The ‘eBay of NFTs’ introduces new policy after insider trading claim.
According to an article posted on TechCrunch, it would appear that the largest NFT marketplace has run into a spot of hot water, with one of its top executives accused of insider trading on the platform.
CEO Devin Finzer released a blog post confirming that an independent review is underway. He also confirmed that the employee, the Head of Product for the business, had “purchased items that they knew were set to display on our front page before they appeared there publicly”. Finzer also referred to the incident as “incredibly disappointing” and not reflective of the company’s values.
They’ve now introduced a company policy that bans employees from buying or selling from featured collections and using confidential information to trade NFTs. Before the incident, neither had been exclusively covered by company policy, therefore, technically allowed.
Twitter user, ZuwuTV, was allegedly the first to shine a light on the suspicious activity, tweeting directly to OpenSea and naming Nate Chastain as the supposed perpetrator.
Hey @opensea why does it appear @natechastain has a few secret wallets that appears to buy your front page drops before they are listed, then sells them shortly after the front-page-hype spike for profits, and then tumbles them back to his main wallet with his punk on it?— ZuwuTV.eth 👻🎃🦇 (@ZuwuTV) September 14, 2021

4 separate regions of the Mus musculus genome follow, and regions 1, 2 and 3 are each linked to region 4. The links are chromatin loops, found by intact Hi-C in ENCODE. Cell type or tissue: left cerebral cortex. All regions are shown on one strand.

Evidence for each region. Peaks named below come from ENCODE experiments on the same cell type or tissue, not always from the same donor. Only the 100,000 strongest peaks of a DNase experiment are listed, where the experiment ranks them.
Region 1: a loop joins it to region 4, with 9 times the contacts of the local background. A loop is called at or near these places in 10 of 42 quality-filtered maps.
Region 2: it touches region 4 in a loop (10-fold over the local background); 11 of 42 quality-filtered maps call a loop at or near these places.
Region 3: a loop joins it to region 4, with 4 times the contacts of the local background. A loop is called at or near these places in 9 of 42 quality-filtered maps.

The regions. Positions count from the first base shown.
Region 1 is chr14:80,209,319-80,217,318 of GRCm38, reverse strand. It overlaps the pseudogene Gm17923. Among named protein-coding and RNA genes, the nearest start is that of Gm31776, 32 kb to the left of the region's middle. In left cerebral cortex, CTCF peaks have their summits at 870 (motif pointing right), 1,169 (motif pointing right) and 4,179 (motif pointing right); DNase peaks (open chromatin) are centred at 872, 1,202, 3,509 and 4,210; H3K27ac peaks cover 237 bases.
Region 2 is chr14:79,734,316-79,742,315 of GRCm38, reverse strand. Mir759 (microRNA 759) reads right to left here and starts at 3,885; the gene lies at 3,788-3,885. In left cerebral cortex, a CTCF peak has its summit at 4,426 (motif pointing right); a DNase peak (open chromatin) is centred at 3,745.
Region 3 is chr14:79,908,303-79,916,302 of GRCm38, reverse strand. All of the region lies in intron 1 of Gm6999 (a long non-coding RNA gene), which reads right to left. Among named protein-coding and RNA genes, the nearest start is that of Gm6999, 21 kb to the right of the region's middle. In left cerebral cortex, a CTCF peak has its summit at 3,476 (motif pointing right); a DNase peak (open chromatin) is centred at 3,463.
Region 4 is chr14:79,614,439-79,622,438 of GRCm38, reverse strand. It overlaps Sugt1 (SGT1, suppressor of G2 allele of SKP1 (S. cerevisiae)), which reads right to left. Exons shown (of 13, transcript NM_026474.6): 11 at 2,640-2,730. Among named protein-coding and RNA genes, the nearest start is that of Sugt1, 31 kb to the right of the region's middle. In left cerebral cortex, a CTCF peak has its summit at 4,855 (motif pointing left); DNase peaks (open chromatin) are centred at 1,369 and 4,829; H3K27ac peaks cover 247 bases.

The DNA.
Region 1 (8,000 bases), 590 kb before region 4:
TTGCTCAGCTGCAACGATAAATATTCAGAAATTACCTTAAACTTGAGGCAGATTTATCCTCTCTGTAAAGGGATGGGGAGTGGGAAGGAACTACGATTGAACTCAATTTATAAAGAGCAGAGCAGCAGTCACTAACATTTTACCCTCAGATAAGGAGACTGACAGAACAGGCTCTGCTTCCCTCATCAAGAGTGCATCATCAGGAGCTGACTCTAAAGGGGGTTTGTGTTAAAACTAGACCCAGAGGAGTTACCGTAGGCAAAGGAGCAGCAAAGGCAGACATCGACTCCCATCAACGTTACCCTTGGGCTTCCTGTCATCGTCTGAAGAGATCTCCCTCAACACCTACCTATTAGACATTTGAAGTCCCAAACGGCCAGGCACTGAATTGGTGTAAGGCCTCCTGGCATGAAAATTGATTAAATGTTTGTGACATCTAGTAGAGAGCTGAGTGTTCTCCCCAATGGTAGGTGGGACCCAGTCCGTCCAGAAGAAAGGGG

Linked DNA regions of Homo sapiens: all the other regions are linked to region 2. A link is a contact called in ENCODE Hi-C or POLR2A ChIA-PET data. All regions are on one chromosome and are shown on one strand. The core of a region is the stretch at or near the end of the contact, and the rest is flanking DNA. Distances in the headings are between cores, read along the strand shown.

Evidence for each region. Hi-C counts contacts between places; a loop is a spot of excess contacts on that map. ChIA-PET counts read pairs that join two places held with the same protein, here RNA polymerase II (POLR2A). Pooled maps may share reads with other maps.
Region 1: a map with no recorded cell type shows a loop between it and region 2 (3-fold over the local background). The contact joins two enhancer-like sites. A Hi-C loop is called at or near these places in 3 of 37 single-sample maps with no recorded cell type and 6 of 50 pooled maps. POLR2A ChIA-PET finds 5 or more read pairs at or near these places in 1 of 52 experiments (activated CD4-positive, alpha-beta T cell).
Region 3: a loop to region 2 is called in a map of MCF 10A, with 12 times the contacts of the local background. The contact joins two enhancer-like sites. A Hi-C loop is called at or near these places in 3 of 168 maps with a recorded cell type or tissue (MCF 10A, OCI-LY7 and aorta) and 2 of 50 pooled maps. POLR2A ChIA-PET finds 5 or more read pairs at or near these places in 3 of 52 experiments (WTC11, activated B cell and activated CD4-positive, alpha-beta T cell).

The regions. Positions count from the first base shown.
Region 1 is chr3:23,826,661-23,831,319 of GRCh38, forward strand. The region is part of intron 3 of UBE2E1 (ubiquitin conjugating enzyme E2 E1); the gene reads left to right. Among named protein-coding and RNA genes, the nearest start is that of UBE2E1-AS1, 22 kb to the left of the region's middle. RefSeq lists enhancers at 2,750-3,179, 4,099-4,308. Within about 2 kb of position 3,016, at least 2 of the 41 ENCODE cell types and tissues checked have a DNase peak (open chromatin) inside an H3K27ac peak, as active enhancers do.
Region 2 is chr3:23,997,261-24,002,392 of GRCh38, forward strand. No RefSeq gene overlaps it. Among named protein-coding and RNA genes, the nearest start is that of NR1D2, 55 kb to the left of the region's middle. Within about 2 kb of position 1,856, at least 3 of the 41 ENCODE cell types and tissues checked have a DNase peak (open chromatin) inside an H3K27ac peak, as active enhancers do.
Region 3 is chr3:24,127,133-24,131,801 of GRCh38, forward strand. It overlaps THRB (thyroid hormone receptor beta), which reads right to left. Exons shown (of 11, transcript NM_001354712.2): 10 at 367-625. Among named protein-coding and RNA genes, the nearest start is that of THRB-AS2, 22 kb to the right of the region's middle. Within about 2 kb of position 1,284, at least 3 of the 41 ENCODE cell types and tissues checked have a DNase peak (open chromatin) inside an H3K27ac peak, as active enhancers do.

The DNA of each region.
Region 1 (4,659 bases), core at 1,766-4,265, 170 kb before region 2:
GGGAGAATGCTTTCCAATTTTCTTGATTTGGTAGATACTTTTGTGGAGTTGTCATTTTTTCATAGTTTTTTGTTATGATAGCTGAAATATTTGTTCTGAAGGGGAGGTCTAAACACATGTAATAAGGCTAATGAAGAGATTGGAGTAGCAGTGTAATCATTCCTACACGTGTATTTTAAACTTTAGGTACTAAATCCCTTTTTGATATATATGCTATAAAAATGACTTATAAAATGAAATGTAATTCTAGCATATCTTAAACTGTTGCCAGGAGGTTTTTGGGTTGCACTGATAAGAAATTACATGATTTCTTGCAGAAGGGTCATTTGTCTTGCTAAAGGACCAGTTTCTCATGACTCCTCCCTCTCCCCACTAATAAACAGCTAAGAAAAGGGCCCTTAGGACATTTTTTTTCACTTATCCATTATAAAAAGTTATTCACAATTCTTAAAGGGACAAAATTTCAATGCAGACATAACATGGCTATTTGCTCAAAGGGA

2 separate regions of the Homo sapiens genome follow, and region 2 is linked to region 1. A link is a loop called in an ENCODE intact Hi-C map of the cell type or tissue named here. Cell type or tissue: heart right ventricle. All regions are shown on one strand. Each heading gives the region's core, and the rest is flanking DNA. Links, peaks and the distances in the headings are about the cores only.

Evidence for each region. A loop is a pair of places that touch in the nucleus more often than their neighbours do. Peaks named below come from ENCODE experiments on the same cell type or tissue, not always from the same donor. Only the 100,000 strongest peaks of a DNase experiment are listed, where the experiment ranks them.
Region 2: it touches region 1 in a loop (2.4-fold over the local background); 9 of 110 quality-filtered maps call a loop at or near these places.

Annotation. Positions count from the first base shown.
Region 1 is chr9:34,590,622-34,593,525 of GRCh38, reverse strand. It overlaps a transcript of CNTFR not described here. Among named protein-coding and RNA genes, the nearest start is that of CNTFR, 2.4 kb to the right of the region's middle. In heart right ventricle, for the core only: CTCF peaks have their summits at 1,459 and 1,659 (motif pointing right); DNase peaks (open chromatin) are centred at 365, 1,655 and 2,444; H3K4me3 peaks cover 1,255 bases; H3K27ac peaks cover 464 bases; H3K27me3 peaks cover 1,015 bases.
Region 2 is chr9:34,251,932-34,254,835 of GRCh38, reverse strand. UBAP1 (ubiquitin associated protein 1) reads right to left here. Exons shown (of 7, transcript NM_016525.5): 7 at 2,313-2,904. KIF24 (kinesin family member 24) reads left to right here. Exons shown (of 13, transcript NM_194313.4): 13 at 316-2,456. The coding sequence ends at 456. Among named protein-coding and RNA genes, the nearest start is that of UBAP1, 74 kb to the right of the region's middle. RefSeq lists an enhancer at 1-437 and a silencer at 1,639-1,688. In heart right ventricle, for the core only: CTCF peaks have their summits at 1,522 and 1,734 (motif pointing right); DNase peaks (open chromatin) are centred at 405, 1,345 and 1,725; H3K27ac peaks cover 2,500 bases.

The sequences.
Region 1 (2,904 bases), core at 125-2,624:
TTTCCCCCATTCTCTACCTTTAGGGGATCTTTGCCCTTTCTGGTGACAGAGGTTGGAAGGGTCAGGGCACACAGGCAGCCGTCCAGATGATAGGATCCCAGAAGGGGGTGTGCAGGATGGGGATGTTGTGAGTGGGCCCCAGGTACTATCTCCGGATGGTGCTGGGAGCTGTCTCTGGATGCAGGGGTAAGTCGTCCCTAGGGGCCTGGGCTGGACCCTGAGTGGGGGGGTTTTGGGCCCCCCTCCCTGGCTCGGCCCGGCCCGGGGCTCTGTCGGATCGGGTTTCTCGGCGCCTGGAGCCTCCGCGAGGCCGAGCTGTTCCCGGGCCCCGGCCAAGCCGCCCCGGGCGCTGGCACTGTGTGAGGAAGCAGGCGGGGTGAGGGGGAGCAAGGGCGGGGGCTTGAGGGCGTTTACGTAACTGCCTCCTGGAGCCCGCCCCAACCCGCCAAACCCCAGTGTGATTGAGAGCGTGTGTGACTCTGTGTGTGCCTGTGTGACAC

ZuwuTV has apparently followed the ‘digital trail’ of the purchases and subsequent re-sells using the public Ethereum blockchain and traced them back to Chastain. In his tweet, he referred to the ‘front-page-hype’ concept in NFT sales, where those featured on the front page of marketplace listings were almost always guaranteed to sell at higher prices than those found in general listings. As a result, if buying the NFT prior to a known placement on the front page would lead to an opportunity to flip the NFT for a considerable profit.
One work, called Spectrum of a Ramenfication Theory, was bought for 0.25 ETH (£650) and sold for 1.5 ETH (£3,900) just 20 minutes later - after it featured on OpenSea’s homepage.
While the NFT market isn’t regulated with the same level as a publicly-traded company, for example, (where serious legal ramifications are enforced for similar behaviour), this incident highlights that the myth of blockchain being able to be used anonymously for nefarious activity is exactly that - a myth
At the end of the day, the public, and transparent, nature of blockchain technology will continue to be its greatest advantage over obscured, private databases and accounting records.